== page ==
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Metal Casting Technologies : December 2010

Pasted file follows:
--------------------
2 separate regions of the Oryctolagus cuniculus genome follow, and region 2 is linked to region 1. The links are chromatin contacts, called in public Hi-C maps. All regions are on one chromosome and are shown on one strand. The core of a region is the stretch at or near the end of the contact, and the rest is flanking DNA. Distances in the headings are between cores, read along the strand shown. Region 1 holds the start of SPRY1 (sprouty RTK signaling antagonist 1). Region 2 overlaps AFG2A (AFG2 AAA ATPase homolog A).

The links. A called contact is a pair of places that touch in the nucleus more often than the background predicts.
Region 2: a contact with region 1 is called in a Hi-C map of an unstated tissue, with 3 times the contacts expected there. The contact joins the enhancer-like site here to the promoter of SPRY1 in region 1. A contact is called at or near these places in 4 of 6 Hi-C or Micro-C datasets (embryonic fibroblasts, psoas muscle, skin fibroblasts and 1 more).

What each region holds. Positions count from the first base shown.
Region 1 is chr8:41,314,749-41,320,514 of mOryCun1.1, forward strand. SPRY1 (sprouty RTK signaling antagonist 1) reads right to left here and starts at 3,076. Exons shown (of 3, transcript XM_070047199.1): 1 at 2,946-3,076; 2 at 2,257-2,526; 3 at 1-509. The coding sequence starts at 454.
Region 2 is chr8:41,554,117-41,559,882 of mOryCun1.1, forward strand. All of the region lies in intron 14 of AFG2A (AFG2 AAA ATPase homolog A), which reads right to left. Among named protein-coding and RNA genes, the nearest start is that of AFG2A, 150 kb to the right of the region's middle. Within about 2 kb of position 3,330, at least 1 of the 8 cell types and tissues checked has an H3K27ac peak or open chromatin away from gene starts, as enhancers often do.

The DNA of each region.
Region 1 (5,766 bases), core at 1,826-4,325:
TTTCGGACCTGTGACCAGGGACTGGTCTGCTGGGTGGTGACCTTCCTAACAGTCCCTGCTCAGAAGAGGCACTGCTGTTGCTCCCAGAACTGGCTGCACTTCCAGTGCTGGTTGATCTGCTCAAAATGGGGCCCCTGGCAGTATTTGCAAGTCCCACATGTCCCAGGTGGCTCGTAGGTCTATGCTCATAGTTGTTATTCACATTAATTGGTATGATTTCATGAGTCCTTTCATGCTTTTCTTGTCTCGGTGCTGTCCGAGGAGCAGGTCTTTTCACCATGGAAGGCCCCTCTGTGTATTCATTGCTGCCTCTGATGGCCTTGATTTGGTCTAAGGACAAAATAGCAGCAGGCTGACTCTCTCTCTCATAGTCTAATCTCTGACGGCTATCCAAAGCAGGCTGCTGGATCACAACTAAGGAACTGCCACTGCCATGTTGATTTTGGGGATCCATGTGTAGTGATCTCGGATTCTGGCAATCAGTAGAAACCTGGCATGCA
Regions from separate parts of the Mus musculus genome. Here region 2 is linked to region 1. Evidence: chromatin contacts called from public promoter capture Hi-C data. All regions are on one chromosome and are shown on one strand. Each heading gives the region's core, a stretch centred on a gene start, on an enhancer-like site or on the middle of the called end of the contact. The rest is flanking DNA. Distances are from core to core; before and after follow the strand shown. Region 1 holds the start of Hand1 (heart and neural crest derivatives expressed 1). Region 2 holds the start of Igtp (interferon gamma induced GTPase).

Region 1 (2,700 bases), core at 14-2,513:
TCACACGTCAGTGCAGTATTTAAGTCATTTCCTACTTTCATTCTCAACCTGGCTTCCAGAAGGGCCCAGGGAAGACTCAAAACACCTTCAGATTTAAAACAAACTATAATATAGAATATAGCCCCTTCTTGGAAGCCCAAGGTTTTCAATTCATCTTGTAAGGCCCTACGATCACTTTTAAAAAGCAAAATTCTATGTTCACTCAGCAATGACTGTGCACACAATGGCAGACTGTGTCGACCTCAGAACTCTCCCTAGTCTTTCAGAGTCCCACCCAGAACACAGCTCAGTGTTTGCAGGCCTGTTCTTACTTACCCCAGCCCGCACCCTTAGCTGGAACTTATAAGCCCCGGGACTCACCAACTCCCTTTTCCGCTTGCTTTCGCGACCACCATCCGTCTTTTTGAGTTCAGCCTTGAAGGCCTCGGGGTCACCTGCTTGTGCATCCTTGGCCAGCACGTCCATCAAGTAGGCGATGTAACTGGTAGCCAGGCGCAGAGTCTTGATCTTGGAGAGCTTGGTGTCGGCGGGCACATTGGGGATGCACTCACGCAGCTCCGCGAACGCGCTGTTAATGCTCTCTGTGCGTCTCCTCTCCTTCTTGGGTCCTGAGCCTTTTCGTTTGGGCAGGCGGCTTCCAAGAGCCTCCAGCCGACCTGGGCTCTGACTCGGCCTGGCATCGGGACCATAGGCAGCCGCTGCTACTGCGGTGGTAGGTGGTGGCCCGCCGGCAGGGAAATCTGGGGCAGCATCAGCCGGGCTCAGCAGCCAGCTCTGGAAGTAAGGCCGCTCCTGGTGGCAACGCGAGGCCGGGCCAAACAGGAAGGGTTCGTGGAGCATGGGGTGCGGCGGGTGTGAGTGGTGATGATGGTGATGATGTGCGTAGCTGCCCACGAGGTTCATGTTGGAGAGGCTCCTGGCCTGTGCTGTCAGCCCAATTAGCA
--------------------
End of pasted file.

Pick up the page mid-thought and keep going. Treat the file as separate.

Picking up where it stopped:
28 www.metals.rala.com.au Introduction hermal analysis of cooling curves from the solidification of cast irons has been used as a foundry process control tool for nearly 50 years [1, 2]. Originally thermal analysis was intended to provide an indication of metal composition in the form of a "carbon equivalent liquidus value" for engineering grey (flake graphite FC) irons thus enabling process control without the need for an analytical laboratory. Carbon equivalent measurement provided a ready guide to the chilling characteristics and mechanical properties of the iron before it was poured into moulds. This paper provides a short review on how this "simple" test has been continually improved to provide much more information about the solidification behaviour of cast irons and so enable casting defects to be avoided in grey, ductile and compacted graphite irons. Recently thermal analysis has made a major contribution to the successful application of compacted graphite iron for modern diesel engine blocks. Importance of carbon equivalent The use of a cooling curve to determine the carbon equivalent liquidus (CEL) of a cast iron together with information from a suitable chill test forms the basis of metallurgical control in the production of engineering grey iron castings. The CEL value provides an assessment of metal composition in terms of its suitability to pour a given grade of grey iron, i.e. an iron with a minimum given tensile strength, since CEL values can be related to mechanical properties. The higher the CEL value the greater is the resistance to chilling, the higher is the proportion of eutectic graphite in the microstructure and consequently, the lower is the tensile strength. At CEL values above that of eutectic composition primary graphite is produced. Cast irons can solidify via two eutectic reactions (Figure 1). In the grey iron reaction eutectic liquid solidifies as austenite + graphite. In the white iron reaction the eutectic liquid solidifies as austenite + iron carbide (Fe3C). The white iron reaction is encouraged by low C and Si contents (i.e. low CEL), fast cooling rates (i.e. thin sections), low degrees of nucleation in the liquid iron and the presence of any carbide forming elements such as Cr. The formation of any white iron eutectic structure is highly undesirable in castings since it is hard, brittle and difficult to machine. The foundry term for white iron formation is chilling since white iron is most likely to form at the edges of thin sections where cooling rates are highest. Most foundries use some form of chill testing. This involves the pouring of liquid iron at a standard temperature into small wedge or forced chill test pieces to indicate the tendency of the iron to solidify with a white (chilled) structure. The test piece is fractured and the extent of the white iron microstructure is revealed by its white fracture surface and is reported as depth of chill. Chill tests monitor the combined effect of composition and the degree of nucleation in the iron and are especially useful in judging the effectiveness of inoculation treatment. Inoculation is used to refine the cell size of the eutectic graphite in grey irons, thus improving tensile strength, and to prevent the formation of eutectic carbide and of very fine undercooled graphite, ensuring consistent machinability . Control of cast irons by thermal analysis By John Pearce T Figure 1. Schematic double eutectic diagram in cast irons. TECHNICAL FEATURE